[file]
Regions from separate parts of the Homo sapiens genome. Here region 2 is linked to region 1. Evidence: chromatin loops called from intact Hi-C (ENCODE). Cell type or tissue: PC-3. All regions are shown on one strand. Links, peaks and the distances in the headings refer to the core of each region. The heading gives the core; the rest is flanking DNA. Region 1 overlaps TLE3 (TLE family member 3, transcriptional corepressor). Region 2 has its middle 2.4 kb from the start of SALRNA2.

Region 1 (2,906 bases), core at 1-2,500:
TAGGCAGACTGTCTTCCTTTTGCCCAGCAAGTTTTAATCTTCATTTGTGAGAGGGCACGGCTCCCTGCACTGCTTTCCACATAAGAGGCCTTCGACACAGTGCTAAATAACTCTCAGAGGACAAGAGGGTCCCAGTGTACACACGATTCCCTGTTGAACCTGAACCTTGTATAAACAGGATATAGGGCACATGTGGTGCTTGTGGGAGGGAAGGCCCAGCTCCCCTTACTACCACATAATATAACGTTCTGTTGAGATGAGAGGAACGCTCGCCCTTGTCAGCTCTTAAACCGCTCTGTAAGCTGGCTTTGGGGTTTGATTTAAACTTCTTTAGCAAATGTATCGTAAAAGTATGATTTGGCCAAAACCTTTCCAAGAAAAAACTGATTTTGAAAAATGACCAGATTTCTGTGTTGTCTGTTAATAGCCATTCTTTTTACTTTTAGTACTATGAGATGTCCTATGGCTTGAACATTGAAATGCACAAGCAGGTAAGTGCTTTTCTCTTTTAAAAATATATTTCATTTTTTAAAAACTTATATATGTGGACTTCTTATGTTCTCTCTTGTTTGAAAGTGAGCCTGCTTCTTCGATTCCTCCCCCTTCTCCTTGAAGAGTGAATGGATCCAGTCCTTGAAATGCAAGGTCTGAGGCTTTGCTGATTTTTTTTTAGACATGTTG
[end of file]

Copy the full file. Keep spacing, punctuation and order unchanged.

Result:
Regions from separate parts of the Homo sapiens genome. Here region 2 is linked to region 1. Evidence: chromatin loops called from intact Hi-C (ENCODE). Cell type or tissue: PC-3. All regions are shown on one strand. Links, peaks and the distances in the headings refer to the core of each region. The heading gives the core; the rest is flanking DNA. Region 1 overlaps TLE3 (TLE family member 3, transcriptional corepressor). Region 2 has its middle 2.4 kb from the start of SALRNA2.

Region 1 (2,906 bases), core at 1-2,500:
TAGGCAGACTGTCTTCCTTTTGCCCAGCAAGTTTTAATCTTCATTTGTGAGAGGGCACGGCTCCCTGCACTGCTTTCCACATAAGAGGCCTTCGACACAGTGCTAAATAACTCTCAGAGGACAAGAGGGTCCCAGTGTACACACGATTCCCTGTTGAACCTGAACCTTGTATAAACAGGATATAGGGCACATGTGGTGCTTGTGGGAGGGAAGGCCCAGCTCCCCTTACTACCACATAATATAACGTTCTGTTGAGATGAGAGGAACGCTCGCCCTTGTCAGCTCTTAAACCGCTCTGTAAGCTGGCTTTGGGGTTTGATTTAAACTTCTTTAGCAAATGTATCGTAAAAGTATGATTTGGCCAAAACCTTTCCAAGAAAAAACTGATTTTGAAAAATGACCAGATTTCTGTGTTGTCTGTTAATAGCCATTCTTTTTACTTTTAGTACTATGAGATGTCCTATGGCTTGAACATTGAAATGCACAAGCAGGTAAGTGCTTTTCTCTTTTAAAAATATATTTCATTTTTTAAAAACTTATATATGTGGACTTCTTATGTTCTCTCTTGTTTGAAAGTGAGCCTGCTTCTTCGATTCCTCCCCCTTCTCCTTGAAGAGTGAATGGATCCAGTCCTTGAAATGCAAGGTCTGAGGCTTTGCTGATTTTTTTTTAGACATGTTG